Cognitive Behavioral Therapy Helps Kids at High Risk for Depression

A new study published in JAMA Psychiatry in September 2013 shows that children at “double-risk” for depression experience positive results from cognitive behavioral therapy (CBT.) The study followed 316 teenagers with a history of depressive symptoms, who also have at least one parent with current or past depression. The results of the study show that those teenagers who underwent a series of group CBT sessions known as cognitive behavioral prevention (CBP) were less likely to experience depressive symptoms or depressive episodes later on. The lead researcher for this study was Dr. William R. Beardslee, a professor of child psychiatry at Harvard Medical School who also serves as the director of Baer Prevention Initiatives at Boston Children’s Hospital. The 316 teenagers in the study, all between the ages of 13 and 17, came from one of four sites in Massachusetts, Oregon, Tennessee and Pennsylvania.  Of the teenagers, 159 were randomly assigned to the CBP treatment, while 157 were randomly assigned to receive their usual care. The 159 individuals in the CBP group underwent weekly group sessions over the course of eight weeks, and then monthly continuation sessions over the course of six months. Following completion of the program, participants in the CBP sessions were evaluated for a further two years along with the patients who did not undergo CBP. The study published two sets of results; the first at the end of the sessions (nine months into the study,) and the second at the end of the full 33 weeks of evaluation. At the nine-month point, 21.4 percent of the patients in the CBP group had experienced the onset of a depressive episode, compared to 32.7 percent of the standard care group. At 33 months, 36.8 percent of the CBP had suffered a depressive episode, compared to 47.7 percent of the standard care group. In order to evaluate the study participants for depressive symptoms and episodes, Dr. Beardslee and his research team administered two separate tests periodically: the Center for Epidemiologic Studies Depression Scale (CES-D) and the Children’s Depression Rating Scale-Revised (CDRS-R.)  A score of 20 or more on the CES-D scale met the criteria for a depressive episode.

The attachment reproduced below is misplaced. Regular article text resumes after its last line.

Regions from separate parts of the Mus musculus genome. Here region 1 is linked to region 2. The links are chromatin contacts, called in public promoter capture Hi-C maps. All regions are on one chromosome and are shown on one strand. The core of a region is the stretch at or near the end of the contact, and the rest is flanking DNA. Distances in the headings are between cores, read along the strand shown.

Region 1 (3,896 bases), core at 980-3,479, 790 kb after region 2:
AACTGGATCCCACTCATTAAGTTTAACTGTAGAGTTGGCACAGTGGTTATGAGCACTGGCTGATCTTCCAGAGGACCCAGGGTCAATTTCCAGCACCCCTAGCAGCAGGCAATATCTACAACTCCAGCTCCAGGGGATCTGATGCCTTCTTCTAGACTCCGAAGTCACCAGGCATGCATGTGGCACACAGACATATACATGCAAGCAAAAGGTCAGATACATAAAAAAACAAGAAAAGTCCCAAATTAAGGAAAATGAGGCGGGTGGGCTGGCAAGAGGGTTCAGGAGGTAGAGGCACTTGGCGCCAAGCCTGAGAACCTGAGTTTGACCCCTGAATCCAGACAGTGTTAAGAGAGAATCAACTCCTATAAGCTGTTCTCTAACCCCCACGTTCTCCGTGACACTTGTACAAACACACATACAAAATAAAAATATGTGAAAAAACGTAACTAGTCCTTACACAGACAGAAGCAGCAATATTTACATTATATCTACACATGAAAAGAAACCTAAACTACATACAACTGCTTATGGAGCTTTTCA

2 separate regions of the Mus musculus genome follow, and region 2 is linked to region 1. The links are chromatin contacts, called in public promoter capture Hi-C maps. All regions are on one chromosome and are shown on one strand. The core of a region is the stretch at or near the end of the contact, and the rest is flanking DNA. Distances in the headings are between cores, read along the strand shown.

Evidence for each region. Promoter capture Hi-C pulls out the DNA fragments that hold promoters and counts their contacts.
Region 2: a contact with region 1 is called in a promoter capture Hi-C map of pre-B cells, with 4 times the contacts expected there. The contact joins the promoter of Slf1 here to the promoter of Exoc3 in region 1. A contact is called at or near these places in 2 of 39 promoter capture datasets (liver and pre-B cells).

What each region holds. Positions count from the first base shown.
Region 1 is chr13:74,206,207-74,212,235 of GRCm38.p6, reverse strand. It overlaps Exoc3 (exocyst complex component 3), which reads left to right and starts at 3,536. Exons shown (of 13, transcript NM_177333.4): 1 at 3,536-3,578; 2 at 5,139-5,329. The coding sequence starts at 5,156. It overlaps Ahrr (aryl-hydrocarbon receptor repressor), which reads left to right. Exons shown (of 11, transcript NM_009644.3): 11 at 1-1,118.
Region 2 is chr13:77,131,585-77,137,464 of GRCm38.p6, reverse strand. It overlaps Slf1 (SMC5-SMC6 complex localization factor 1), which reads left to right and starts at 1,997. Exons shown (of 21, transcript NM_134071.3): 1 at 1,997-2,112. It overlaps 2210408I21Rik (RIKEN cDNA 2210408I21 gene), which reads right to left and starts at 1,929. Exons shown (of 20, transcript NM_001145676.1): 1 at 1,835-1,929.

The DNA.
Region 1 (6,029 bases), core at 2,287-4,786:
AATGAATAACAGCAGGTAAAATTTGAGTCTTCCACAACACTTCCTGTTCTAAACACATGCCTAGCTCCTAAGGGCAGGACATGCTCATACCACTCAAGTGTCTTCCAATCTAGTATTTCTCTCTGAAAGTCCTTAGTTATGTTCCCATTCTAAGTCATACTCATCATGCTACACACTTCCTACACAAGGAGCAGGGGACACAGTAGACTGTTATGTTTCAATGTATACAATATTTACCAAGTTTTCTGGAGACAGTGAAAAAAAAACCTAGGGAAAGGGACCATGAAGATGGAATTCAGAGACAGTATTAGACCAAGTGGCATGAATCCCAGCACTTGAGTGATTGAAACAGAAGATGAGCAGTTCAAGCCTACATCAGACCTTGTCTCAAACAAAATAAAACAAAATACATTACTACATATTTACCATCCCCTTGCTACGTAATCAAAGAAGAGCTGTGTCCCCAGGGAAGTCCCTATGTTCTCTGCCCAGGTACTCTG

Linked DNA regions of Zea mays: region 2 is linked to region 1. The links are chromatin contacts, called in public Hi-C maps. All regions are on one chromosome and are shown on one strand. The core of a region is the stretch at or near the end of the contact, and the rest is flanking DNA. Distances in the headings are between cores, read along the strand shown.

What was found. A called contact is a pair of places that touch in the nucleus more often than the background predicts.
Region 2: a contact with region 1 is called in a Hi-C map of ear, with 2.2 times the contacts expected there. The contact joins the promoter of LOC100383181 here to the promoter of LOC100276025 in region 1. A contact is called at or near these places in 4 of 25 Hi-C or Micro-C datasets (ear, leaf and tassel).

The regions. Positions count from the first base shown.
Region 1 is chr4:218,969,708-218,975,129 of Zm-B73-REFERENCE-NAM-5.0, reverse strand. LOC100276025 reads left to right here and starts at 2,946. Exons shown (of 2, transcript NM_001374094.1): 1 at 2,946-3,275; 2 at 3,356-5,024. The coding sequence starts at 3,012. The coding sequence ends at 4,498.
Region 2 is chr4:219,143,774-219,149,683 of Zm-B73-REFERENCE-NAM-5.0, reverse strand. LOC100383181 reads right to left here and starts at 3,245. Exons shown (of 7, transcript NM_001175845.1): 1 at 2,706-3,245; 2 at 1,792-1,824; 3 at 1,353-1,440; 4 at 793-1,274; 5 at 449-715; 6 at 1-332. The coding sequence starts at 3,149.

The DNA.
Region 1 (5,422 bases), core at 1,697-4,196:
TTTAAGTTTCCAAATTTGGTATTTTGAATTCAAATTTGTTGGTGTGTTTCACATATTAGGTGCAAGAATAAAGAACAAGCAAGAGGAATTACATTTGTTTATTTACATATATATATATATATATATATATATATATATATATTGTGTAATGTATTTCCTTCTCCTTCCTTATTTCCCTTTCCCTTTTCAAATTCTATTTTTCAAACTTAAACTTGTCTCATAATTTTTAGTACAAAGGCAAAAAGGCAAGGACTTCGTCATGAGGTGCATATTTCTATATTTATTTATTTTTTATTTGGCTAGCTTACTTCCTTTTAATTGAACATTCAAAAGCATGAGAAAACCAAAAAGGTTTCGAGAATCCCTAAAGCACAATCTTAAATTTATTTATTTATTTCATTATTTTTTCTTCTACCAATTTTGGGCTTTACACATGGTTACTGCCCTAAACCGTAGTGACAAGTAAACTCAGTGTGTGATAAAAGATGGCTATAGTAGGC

A Global Problem

Depression is a large and expensive problem around the world. The Global Health Organization has named depression the third-largest cause of global disease. Due to their limited numbers, past studies on the effectiveness of depression prevention methods have not produced significant results. If CBP and other prevention methods prove to be effective and gain wider use, they could greatly reduce the number of people who suffer from this painful illness, and eliminate some of the more significant costs of treating active depressive episodes.

The Effects of Parental Depression

Although the study results showed significant improvement in the abatement of depressive symptoms for the CBP group, the improvements were negated when the parents of the “double-risk” teenagers were depressed at the study baseline (the start of the CBP sessions). Of the participants in the study, 128 had at least one parent in an active depressive episode at the onset of the study. For these individuals, there was no difference in the onset of depressive episodes between those in the CBP group and those in the standard treatment group. However, the CES-D scores did improve for individuals in the CBP group with one or more parents depressed at the baseline.

The Need for Future Research

In the conclusion of their study findings, Dr. Beardslee and his research group note that further research is needed to continue developing cognitive behavioral prevention so that it produces results for an even larger percentage of the population. They also note the importance of understanding the influence that parental depression has on the incidence of depressive episodes in children. Although the current study shows that parental depression does have a strong influence on the effectiveness of CBP, it does not provide many clues as to why parental depression is so influential on intervention effectiveness.

Scroll to Top